Verifying uniform distribution of random numbers
bhards at bigpond.net.au
Tue Apr 9 11:55:32 EST 2002
A little while back, there was some discussion of random number generation, as
part of Nemo's bash challenge. I regret not paying more notice and asking
questions at the time, because I now need to know about this...
I am writing unit tests for the zeroconf IP tool (zcip), and there is a spec
requirement that says "When a host wishes to configure a link-local address,
it selects an address using a pseudo-random number generator with a uniform
distribution in the range from 169.254.1.0 to 169.254.254.255."
In addition to not paying much notice this time round, I was a lousy student
of stats, and while I think that there is some statistical test
(chi-squared?) to test hypothesis about distributions, I know nothing about
it. I don't even have the textbook (which might explain why I nearly failed
A google search showed a lot of theoretical papers (and a surprising amount of
code), but it all seems to be oriented to crypto, not simple stuff like this.
Basically, the routine I am testing generates "random" IPs in the range above.
My unit test calls that routine 100 million times, and verifies that they are
all in range. The next test to write is the "uniform distribution" bit.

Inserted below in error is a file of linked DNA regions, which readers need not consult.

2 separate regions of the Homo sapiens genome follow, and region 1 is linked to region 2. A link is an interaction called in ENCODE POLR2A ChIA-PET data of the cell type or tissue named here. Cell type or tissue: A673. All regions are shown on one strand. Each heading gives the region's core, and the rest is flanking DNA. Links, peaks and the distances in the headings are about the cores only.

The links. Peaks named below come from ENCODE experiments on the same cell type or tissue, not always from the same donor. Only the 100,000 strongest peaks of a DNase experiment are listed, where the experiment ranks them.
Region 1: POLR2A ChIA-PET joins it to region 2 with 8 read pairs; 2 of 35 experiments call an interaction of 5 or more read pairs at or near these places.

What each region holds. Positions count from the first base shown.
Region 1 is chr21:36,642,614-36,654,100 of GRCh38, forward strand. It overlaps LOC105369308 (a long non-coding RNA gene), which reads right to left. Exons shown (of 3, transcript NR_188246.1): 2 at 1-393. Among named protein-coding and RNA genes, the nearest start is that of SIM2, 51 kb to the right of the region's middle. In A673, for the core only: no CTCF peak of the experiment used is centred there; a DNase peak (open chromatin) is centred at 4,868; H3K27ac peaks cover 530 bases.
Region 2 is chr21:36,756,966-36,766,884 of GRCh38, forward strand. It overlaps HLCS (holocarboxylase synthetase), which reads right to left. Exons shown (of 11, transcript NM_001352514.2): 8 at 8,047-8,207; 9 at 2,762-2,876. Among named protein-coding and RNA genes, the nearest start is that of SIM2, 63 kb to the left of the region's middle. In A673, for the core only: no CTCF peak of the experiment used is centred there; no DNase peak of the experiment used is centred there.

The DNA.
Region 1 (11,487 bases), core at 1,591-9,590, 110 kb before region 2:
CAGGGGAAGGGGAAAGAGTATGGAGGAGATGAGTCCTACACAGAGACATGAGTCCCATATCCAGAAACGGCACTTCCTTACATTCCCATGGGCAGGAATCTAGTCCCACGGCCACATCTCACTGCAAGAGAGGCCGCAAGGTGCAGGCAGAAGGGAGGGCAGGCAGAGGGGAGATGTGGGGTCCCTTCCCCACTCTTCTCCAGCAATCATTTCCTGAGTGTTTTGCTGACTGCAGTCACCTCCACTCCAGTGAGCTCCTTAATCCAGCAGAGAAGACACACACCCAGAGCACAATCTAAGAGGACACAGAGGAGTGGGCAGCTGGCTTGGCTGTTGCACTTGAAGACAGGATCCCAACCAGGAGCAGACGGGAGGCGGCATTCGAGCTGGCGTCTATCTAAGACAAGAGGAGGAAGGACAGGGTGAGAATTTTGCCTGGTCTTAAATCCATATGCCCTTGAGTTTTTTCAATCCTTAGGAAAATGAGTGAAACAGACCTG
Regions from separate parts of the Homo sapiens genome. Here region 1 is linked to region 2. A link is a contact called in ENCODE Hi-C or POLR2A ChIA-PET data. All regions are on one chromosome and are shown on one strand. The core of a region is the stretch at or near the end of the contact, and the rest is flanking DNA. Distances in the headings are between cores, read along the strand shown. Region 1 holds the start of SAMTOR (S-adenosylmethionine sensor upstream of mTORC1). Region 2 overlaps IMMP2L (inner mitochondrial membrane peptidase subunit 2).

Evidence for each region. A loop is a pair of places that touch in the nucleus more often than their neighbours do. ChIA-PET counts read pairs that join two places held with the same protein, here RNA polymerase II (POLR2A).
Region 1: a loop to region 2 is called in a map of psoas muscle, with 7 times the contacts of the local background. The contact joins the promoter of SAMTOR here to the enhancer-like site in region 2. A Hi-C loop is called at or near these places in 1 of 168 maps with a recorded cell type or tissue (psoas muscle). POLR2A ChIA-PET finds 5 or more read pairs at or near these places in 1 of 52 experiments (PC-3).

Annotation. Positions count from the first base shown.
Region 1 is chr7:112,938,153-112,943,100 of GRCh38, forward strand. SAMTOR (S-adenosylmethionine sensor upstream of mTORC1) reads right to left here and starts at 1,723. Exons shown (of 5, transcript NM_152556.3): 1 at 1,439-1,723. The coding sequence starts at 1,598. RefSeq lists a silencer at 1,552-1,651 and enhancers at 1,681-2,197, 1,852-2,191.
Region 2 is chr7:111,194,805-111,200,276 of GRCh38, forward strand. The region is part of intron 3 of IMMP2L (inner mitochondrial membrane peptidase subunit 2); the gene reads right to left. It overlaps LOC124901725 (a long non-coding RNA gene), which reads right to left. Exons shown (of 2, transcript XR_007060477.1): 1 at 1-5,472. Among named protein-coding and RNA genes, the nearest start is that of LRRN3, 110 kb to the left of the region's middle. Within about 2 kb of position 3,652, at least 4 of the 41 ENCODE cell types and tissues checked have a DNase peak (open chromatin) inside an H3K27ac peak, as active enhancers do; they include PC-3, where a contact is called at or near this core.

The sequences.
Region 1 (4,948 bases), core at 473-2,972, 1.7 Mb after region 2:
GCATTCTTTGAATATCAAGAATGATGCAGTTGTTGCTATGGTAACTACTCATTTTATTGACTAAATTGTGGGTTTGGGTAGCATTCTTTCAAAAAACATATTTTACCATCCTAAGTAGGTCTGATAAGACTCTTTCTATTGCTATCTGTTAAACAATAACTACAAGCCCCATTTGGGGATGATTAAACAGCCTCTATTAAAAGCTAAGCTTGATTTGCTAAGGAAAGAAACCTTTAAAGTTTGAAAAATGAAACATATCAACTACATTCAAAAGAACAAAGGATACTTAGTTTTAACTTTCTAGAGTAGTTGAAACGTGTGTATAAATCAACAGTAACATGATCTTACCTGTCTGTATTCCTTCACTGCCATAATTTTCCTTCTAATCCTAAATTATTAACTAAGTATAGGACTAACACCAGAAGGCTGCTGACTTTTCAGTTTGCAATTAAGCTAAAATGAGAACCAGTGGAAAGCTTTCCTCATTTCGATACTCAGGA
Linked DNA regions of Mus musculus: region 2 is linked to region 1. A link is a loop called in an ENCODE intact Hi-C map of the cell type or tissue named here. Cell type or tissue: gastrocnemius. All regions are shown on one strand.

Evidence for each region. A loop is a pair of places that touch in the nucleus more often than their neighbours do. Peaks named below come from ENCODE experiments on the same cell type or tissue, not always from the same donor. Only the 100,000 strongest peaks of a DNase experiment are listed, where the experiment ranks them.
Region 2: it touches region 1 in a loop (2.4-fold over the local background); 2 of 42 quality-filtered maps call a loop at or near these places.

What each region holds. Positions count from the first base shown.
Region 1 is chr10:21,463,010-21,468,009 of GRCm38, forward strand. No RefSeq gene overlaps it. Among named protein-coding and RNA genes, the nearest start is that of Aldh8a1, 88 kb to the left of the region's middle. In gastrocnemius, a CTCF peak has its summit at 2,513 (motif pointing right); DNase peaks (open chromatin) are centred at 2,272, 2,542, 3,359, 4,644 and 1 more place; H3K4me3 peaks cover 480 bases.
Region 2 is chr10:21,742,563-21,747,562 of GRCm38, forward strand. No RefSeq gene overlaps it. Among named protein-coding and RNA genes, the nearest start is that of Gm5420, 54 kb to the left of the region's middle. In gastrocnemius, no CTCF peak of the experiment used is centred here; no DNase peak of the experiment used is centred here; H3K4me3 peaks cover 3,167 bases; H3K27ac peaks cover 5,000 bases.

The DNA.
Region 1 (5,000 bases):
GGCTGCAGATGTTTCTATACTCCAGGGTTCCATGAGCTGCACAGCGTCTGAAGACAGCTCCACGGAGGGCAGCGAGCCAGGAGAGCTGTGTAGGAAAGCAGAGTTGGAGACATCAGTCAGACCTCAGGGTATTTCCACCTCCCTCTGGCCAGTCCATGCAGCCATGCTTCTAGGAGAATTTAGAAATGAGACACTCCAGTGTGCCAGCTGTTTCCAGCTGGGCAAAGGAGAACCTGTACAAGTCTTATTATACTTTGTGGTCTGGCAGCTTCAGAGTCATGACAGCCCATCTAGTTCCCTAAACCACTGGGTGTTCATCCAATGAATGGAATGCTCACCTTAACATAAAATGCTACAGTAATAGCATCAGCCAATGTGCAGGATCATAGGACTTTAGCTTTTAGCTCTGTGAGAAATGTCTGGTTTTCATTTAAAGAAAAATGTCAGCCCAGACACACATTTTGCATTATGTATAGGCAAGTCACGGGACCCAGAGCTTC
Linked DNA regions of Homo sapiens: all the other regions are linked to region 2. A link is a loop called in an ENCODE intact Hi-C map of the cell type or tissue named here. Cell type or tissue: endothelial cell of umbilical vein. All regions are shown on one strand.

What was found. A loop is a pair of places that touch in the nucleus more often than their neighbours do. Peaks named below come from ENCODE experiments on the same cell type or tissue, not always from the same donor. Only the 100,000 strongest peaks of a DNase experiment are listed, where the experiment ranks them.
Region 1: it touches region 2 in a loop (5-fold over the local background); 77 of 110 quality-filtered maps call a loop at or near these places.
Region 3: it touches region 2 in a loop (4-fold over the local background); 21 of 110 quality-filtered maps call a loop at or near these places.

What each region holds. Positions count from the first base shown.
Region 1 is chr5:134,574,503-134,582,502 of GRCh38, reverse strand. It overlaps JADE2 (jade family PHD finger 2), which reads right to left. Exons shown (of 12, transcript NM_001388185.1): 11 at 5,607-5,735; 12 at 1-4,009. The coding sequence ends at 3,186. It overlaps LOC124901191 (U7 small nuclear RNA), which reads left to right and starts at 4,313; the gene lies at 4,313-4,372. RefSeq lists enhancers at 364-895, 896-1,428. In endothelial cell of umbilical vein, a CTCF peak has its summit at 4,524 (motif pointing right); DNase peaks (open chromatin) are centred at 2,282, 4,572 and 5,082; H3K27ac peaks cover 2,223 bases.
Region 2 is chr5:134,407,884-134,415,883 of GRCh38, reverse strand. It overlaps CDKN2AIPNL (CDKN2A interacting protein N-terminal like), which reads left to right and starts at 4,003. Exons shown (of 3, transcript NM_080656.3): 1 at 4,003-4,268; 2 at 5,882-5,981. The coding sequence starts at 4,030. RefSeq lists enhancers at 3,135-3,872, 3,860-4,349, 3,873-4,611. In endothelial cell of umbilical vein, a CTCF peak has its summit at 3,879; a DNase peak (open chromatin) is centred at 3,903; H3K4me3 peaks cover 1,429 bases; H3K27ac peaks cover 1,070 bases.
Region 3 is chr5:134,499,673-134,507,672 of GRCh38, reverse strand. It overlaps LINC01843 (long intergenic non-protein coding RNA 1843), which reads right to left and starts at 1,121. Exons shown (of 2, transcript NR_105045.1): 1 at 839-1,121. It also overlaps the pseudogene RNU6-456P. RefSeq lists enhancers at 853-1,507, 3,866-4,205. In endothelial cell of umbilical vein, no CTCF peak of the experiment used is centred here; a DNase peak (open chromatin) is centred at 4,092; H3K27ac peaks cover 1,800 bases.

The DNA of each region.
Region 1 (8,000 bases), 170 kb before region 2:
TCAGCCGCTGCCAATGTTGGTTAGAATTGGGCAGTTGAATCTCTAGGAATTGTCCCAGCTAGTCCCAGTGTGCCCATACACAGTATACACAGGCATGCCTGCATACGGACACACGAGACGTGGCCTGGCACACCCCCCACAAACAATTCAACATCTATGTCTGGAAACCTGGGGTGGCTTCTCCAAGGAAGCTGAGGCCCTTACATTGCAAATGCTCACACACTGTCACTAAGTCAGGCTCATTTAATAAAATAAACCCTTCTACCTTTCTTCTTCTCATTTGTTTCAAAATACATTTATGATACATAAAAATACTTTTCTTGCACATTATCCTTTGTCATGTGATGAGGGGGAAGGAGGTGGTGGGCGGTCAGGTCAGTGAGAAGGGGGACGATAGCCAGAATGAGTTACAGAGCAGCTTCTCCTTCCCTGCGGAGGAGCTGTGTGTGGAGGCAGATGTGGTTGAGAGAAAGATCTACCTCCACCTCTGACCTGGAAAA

The approach I have in mind is to declare an array of 65024 "bins" (one per
valid IP), and count the number of times that each IP occurs. Then do some
comparison of actual count in each bin against the expected value (1598 or so
- I'll probably tweak the number of IPs to make it match).
The question is "how close is close enough for each bin?", given that there is
no confidence levels in the IETF draft, so "something reasonable" would have
to be assumed. If anyone has played with this, I'd be keen to hear some
guidance. Code would be even more appreciated :) Code with comments about
what the results mean would be ultra-appreciated.
BTW: If anyone knows about a Netcomm RK300 modem rack, could you contact me. I
got one at the Hymans auction, claiming to be a phone system, but it was
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